The exhibition serves as a powerful reminder that our perception of reality is shaped by technology, while simultaneously acknowledging that these very technologies can distract us from certain aspects of the world around us. By deconstructing the mechanisms that create this bias, we can transcend the dichotomy between the natural and the technological.
Vikenti Komitski’s bodies of work showcased in this exhibition in- volve the skillful incorporation of found objects, including remnants of computer hard drives and mechanical components. These ele- ments are combined with raw materials commonly used in electronic device production, such as pyrite, cobalt, and other raw metals and minerals. The resulting pieces evoke a sense of being both half-or- ganic and half-alien technology, underscoring the interdependence of the digital realm on a physical structure comprised of earth-mined metals and minerals.
Aaron Roth’s artistic practice delves deep into the exploration of found images and objects associated with Bulgarian Pop folk (Chal- ga), contemporary history, and socio-political issues. His work serves as a thought-provoking investigation into the intricate connections between these cultural artifacts and the relentless pursuit of capital accumulation, which finds expression in the realm of luxury goods entangled with resource extraction and political power. Beneath the deceptive allure of counterfeit opulence lies a concealed residue woven into these digital images, unveiling the enduring reper- cussions of extractive practices. The artwork unveils a digital sludge, a tangible consequence and byproduct of such practices. An evocative example is portrayed through a painting depicting Kadyrov’s Prada monolith combat boots, symbolizing the sacrifices made by soldiers. The truth behind this imagery is only revealed upon closer inspec- tion, as if zooming in provides access to a hidden reality. Similarly, the choice of air conditioning units sourced from a land cruiser, adorned with leather upholstery reminiscent of casinos, stands as a symbol of technological advancements cleverly utilized as tools for the extraction of wealth.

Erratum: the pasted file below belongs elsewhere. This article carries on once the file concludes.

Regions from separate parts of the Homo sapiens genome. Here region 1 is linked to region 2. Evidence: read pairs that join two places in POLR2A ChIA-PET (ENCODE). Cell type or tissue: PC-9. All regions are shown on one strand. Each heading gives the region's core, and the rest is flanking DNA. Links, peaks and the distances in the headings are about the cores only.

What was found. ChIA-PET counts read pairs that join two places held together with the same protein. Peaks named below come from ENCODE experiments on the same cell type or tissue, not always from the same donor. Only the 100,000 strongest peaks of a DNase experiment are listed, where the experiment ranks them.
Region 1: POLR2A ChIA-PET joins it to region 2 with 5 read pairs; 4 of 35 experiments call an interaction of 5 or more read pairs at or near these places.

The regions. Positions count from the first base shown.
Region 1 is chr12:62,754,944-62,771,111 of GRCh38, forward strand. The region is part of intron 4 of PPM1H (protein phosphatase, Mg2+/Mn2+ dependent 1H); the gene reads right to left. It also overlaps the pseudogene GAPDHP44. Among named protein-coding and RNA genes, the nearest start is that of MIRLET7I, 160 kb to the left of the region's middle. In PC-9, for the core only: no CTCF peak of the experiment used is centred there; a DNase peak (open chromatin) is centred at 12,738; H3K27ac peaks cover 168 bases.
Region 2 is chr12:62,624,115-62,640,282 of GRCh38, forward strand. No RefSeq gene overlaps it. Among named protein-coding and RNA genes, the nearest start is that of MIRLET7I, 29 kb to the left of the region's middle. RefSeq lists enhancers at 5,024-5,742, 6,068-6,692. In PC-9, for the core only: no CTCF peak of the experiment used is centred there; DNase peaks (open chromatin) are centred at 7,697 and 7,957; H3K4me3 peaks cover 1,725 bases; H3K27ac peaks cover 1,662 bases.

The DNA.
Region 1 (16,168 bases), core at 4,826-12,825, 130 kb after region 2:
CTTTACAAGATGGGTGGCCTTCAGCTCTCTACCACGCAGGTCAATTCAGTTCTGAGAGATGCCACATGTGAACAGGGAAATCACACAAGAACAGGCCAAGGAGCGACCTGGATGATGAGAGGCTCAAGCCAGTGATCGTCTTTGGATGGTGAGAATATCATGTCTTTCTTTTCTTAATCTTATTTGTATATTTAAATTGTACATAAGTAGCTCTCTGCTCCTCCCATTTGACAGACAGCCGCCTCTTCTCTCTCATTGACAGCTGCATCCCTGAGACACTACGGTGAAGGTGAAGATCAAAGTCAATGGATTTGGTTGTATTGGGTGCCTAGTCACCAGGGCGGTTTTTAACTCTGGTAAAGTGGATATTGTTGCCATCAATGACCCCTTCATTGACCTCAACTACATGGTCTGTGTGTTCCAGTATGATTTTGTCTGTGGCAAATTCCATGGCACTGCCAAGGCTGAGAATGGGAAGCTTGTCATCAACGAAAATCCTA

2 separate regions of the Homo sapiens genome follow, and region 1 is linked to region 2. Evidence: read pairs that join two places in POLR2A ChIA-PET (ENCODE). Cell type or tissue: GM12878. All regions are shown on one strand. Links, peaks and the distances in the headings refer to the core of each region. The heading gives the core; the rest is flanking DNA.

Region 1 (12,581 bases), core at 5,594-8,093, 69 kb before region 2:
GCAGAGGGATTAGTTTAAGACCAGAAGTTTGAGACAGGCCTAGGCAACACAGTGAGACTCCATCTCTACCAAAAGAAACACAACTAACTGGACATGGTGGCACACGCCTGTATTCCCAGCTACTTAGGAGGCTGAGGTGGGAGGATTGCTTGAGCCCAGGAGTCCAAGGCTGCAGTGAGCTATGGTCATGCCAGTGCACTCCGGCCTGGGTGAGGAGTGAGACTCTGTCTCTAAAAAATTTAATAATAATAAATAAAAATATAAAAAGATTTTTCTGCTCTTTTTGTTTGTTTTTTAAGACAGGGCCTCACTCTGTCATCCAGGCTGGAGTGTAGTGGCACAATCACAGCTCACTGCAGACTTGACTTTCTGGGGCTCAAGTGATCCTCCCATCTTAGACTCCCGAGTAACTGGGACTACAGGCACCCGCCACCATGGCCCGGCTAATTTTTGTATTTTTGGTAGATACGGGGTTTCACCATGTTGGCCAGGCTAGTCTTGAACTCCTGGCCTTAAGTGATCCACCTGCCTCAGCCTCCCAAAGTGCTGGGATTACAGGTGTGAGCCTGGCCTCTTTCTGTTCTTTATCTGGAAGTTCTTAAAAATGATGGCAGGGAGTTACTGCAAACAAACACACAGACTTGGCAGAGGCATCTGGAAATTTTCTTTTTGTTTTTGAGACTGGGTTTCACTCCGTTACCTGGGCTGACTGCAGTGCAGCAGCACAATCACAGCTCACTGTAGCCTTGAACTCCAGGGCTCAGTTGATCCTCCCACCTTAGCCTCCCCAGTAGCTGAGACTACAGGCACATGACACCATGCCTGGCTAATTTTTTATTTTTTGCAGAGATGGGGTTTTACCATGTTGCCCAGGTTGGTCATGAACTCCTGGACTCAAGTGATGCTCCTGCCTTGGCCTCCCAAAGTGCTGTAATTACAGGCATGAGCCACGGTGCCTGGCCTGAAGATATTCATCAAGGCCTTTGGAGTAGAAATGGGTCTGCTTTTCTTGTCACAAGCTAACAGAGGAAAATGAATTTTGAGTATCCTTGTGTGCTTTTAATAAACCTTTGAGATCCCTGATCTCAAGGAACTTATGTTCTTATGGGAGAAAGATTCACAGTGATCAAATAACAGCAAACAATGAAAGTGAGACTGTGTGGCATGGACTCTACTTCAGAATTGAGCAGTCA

Through this new body of work, both artists communicate the potential falsehoods associated with progress. Aaron Roth employs the contextual motif of automobiles, promising luxury and comfort through the latest technologies. In stark contrast, Vikenti Komitski utilizes the image of discarded electronic devices from a defunct EU project, destined for destruction, to extract their precious metals. These objects, despite their attempts to convey sophistication, ulti- mately reveal their obsolescence while remaining undeniably real.